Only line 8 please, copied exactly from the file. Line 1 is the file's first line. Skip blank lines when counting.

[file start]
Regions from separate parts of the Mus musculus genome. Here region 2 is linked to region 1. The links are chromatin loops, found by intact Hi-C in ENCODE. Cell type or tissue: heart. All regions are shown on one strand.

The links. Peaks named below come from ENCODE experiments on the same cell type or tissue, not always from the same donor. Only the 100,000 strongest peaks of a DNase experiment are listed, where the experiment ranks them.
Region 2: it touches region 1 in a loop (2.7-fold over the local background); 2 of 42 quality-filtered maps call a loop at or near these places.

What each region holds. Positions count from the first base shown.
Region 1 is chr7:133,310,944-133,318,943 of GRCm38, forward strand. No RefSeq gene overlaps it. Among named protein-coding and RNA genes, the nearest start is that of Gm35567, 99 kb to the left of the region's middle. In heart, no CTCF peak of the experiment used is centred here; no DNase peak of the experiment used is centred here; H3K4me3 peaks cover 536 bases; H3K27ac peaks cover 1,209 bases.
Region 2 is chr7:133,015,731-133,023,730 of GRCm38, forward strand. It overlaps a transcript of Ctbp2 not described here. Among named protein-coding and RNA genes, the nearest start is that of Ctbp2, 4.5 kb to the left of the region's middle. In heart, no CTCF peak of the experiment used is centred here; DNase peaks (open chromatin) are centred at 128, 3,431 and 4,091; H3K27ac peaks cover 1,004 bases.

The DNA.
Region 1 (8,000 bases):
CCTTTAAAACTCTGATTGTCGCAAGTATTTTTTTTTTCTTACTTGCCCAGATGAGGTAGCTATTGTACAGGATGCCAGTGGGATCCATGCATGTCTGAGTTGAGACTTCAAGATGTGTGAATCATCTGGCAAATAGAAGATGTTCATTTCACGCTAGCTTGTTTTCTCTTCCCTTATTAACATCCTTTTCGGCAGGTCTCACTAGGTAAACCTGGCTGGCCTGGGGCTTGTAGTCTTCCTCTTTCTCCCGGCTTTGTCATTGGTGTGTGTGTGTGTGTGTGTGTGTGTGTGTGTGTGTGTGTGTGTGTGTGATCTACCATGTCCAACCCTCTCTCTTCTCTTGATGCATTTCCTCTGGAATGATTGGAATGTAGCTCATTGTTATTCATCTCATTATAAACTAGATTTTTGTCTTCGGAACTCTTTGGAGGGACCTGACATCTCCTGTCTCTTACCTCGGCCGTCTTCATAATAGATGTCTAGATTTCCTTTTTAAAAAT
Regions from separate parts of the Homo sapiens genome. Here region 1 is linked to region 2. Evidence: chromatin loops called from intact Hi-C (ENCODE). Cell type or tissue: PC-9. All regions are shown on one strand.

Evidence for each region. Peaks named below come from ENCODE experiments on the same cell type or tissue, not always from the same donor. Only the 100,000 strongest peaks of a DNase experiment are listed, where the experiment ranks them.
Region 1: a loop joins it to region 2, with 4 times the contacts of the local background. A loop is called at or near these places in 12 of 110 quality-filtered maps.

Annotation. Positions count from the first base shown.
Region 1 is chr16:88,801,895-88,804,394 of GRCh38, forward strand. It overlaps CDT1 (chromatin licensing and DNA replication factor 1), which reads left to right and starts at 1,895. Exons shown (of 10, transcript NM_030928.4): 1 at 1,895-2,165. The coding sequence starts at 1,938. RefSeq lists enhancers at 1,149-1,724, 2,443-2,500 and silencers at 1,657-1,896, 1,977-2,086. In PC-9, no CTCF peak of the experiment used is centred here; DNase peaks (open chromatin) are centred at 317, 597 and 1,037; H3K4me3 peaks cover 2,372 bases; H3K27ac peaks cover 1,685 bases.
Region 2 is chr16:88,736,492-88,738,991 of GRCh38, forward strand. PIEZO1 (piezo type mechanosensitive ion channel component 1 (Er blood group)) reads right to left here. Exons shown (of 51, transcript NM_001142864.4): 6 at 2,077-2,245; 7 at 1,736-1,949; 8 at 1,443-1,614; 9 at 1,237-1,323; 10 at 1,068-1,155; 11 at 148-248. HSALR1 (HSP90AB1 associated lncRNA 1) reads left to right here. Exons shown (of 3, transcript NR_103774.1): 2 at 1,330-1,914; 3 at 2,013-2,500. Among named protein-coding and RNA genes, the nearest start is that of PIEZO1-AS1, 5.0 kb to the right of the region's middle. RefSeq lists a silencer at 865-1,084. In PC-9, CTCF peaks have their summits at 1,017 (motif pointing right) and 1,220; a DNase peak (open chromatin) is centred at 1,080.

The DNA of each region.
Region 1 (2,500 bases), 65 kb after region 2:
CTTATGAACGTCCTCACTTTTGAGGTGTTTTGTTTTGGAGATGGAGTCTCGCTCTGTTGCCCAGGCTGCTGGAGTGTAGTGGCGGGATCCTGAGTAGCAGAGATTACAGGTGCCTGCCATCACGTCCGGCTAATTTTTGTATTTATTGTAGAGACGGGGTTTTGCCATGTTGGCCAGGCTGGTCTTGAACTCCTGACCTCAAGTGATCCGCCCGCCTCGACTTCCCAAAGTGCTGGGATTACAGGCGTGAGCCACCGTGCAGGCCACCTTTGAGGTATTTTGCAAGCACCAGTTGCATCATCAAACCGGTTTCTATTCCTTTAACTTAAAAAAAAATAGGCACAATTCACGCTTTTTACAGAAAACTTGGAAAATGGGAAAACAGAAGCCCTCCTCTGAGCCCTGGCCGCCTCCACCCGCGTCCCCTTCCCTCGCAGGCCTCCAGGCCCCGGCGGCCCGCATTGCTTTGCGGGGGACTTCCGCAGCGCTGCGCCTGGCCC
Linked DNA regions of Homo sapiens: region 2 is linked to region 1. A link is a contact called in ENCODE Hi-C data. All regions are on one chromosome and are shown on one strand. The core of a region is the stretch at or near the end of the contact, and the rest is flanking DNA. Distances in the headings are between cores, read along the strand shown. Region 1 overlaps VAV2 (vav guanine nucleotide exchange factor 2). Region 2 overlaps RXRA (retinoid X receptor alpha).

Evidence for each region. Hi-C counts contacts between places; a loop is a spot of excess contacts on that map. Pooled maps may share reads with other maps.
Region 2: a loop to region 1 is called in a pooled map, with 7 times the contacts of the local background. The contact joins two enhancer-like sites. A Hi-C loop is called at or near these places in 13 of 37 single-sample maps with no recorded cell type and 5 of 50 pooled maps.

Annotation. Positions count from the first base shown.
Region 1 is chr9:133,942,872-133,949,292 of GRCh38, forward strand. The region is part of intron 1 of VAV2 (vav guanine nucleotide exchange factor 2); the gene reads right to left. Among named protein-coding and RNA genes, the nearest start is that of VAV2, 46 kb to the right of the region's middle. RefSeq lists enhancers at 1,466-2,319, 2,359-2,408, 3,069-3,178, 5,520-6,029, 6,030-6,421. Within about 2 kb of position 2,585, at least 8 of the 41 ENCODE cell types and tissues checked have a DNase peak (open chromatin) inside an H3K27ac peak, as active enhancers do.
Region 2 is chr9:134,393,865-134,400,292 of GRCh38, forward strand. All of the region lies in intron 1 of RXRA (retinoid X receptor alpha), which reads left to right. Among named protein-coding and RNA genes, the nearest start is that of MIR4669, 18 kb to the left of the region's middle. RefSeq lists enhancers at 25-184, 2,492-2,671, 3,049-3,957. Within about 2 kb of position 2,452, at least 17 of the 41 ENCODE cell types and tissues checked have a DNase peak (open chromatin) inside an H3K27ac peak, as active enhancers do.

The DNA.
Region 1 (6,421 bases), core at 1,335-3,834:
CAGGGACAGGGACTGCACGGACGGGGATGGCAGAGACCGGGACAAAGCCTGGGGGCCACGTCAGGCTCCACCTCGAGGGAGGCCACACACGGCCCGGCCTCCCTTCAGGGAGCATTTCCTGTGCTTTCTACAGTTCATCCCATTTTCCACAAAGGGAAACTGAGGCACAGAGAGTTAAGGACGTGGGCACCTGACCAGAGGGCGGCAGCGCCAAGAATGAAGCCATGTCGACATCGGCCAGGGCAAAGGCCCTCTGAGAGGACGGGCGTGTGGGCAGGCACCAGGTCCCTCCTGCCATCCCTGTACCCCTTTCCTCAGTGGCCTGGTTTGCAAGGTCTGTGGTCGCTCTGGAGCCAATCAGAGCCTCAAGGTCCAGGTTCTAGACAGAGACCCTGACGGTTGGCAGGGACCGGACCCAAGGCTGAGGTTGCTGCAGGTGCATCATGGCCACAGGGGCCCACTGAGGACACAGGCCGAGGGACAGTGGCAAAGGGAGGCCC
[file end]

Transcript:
Region 1 (8,000 bases):